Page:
June 17th, 2018 … Making vs Exhibiting Your Work … Suzanne Part 2

….. Intent ….. that’s part of what we are dealing with Suzanne, See, when your out making photos, you are dealing with them on a one to one basis. Even if your doing a project, your still doing a one on one. When your exhibiting or doing a book or anything that takes the one on one of the photos and joins them collectively, the intent is altered and things are added to it. The end result is entirely different than the result of a single photo. Suzanne looks at me and raises her brow….(it has long been know to all that when a woman raises her brow, you best get clarity and rid any chance of misunderstanding quickly. ) So I start the journey of teaching or passing on what I have learned and  hopefully learn again and more myself. See, knowledge is a wonderful thing to have but if it’s not shared, it’s as close to a sin as any of us need be.

I ask Suzanne what the single most important item is in photography. I will now tell her answers because I care about her and that’s enough. She ask me what. I tell her, nothing is more important than EYE TRAVEL.  This single thing is what determines how long the viewer will engage the photo. Subject matter and color or black and white and anything else is all secondary. This is not a new invention to photography, oh no … not at all. Even as far back as Adam & Eve. Eye travel was crucial. See, Adam and Eve were out frolicking about when Adam noticed Eve and her, ummmm apples. He said, Eve, ya gotz some nice apples. Well in the tree was the snake. The snake said, hee ya, I gotz ya apple right heeer. So Eve being the curious one, looked at Adam and saw Adam didn’t have any apples. Hmmmm she thought, so she took the apple from the snake…. well needless to say, it’s not up to me to convince you or anyone but that Garden of Eden was supposed to be like a paradise. Now look at us….. so, take the apples from your spouse or lover or someone very close but, shun the apple from the snake. Apple Monogamy is essential to healthy life.

Of course Suzanne at this point tells me I lost her and she wonders how that relates to photography.  Ok, youse alls take a minute and think how this applies to your photography. I’ll wait for ya’s a few lines down…………………………………………………………


Ok, I know youse all figured this out. I will run thru it just so we are all on the same page. When you make photos, mostly you are your own audience. Yeah, yeah, Flickr and 500px and Instagram, all nice places but the real satisfaction should be YOU! I’m not talking about work for clients etc, that’s a post in development.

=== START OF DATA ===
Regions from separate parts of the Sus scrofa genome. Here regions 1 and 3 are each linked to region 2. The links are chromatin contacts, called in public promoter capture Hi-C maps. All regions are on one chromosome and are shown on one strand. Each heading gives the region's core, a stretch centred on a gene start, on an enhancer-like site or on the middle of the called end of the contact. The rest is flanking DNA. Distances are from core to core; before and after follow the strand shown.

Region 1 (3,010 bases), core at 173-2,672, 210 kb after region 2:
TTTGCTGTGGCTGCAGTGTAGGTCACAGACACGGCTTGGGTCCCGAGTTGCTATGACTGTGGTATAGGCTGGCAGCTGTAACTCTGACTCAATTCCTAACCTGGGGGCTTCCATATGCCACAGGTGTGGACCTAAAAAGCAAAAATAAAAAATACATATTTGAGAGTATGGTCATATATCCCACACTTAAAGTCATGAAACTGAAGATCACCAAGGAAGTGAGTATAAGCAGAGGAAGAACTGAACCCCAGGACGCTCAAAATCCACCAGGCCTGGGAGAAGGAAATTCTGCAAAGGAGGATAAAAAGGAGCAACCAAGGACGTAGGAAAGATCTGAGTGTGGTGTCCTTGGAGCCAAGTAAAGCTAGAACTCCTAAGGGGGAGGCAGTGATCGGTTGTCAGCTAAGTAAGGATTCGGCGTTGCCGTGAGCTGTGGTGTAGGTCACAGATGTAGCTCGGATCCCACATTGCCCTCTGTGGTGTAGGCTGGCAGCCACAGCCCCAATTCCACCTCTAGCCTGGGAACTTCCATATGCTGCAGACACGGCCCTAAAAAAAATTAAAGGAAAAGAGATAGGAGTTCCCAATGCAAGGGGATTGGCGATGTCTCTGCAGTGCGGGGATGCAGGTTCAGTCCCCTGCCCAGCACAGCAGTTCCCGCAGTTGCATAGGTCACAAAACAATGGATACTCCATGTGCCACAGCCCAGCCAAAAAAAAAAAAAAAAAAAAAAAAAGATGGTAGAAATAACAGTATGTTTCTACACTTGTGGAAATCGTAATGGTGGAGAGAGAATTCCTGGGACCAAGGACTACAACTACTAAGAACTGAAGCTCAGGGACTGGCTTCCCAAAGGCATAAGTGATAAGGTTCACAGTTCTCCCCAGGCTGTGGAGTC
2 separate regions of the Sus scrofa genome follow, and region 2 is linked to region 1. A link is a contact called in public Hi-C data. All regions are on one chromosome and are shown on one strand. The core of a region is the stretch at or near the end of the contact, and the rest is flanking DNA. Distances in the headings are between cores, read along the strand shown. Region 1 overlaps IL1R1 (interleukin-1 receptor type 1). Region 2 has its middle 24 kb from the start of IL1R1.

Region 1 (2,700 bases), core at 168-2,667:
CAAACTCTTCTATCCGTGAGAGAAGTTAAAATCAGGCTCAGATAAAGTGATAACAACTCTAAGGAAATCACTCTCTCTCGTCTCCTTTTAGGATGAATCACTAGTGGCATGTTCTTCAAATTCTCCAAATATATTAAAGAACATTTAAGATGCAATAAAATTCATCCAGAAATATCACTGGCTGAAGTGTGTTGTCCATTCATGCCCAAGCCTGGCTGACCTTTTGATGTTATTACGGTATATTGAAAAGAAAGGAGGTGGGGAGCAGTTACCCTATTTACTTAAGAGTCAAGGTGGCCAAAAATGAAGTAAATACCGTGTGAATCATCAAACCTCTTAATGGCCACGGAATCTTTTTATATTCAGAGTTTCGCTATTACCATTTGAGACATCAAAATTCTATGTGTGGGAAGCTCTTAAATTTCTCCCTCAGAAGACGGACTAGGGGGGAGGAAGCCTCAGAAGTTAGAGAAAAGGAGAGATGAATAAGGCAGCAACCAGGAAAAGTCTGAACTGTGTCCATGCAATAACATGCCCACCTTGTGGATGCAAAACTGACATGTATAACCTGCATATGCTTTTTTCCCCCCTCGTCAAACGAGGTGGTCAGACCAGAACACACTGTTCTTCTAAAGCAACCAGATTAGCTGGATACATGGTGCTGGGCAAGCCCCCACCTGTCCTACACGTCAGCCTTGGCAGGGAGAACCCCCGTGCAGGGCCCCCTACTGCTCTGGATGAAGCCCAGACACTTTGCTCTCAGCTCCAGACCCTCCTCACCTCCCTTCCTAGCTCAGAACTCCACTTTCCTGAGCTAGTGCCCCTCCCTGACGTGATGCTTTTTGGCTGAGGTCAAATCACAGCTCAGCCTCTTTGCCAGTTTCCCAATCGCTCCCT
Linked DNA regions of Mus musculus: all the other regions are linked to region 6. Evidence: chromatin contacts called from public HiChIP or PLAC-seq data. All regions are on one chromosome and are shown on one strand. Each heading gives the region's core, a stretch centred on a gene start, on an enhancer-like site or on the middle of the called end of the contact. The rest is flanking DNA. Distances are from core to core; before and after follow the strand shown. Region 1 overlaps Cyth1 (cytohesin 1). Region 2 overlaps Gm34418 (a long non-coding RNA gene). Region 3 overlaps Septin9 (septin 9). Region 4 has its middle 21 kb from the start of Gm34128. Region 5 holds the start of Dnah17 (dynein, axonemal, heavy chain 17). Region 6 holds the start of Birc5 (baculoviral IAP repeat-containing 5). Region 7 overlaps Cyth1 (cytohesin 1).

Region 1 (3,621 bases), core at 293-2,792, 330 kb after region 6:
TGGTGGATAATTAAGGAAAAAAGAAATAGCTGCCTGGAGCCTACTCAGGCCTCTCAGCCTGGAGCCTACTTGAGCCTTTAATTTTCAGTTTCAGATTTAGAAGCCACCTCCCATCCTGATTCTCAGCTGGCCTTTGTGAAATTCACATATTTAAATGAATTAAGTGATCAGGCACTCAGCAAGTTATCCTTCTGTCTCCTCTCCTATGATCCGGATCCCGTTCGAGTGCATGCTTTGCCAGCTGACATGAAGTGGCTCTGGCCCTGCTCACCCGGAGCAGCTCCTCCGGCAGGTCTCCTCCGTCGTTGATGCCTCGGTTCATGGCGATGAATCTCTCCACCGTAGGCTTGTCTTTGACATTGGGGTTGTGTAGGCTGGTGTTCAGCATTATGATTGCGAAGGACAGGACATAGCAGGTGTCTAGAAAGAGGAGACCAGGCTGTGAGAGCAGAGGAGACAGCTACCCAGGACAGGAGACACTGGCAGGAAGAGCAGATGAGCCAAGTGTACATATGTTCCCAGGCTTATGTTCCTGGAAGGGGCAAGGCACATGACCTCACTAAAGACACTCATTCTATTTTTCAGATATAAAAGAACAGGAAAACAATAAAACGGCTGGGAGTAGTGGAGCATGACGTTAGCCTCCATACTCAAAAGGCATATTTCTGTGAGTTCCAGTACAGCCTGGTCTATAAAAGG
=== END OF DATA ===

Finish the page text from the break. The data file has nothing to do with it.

When you exhibit work, now there’s a new dynamic involved. That dynamic is known as the viewer. The viewer is now an independent partner in your work. Of course you are the source and maybe you think that’s all that matters but your wrong. Just like in viewing single photos, an exhibition has it’s own way of presenting and viewing the work. Suzanne, there are a few ways to do the exhibition and i’ll explain some and then you can decide which is best for you.

One way is: to have the prints hang with some space between them so each photo makes it’s own statement unto itself. The exhibition is like a retrospective in a way. The photos reflect the photographer’s vision and not necessarily connected in a way that  seems obvious. Each as always is an image of the shooters vision. One of the most common mistakes in this way, is to place the photos too close together. What happens is, they seem connected in a way more than from the same shooter. They appear to be connected as in a group or project and this is not the real case. They want to be viewed independent of each other. They are individual statements that together add up to a mark in a photographers life.

Another way it to hang as a project and that means each photo is a part of the whole. It happens in a way different from the previous method. This method makes the sum equal to or greater than the whole. The story or project comes to like because each photo adds to the story or the whole.

So, Suzanne, we need to determine what your work is and how to present it. Maybe time we get into sequencing some. She looked at me with groggy eyes and said, she’s tired and needs to sleep. Good night luv, seeya soon and I left with Andre’ the Leica M240 and headed home.


8 thoughts on “June 17th, 2018 … Making vs Exhibiting Your Work … Suzanne Part 2”

  1. Thanks for sharing your insight, wisdom, and images on this Sunday Don. Always inspires me to get out and shoot. But with temps reaching 95 and high humidity today (Minneapolis) I think I’ll wait a day or two. Have a great day!

    1. Thanks Dave, it’s hot here also and getting worse tomorrow. I think they said the index will be 100-105F.
      I’ll go put if I can sneak pass the wife, not easy these days.
      Take care my friend.

      1. Don, a question. Do you think hot,high humidity is bad for digital cameras? I mean just being out for a few hours. Thanks.

        1. Dave, I don’t believe any harmful effects. On the other hand, film cameras can really get in trouble. Condensation on the film is an issue. The sensor on a digital camera gets hot so not an issue.
          Of course this in no way effects us older gents.

  2. Hi Don, et al…
    As usual, great piece. On the heat spectrum, we here in Queensland do humidity really well, say, 95-99% sometimes in February/March. It’s essential to use a moisture absorbing gadget during that part of the year. Lens fungus is rife.
    I have one (gadget) that turns a gorgeous shade of pink when it’s saturated so then I bung it in the oven for a while until it turns blue again. It sits in my camera bag always. You can get them online for about 20 bucks (about the size of a tobacco tin).

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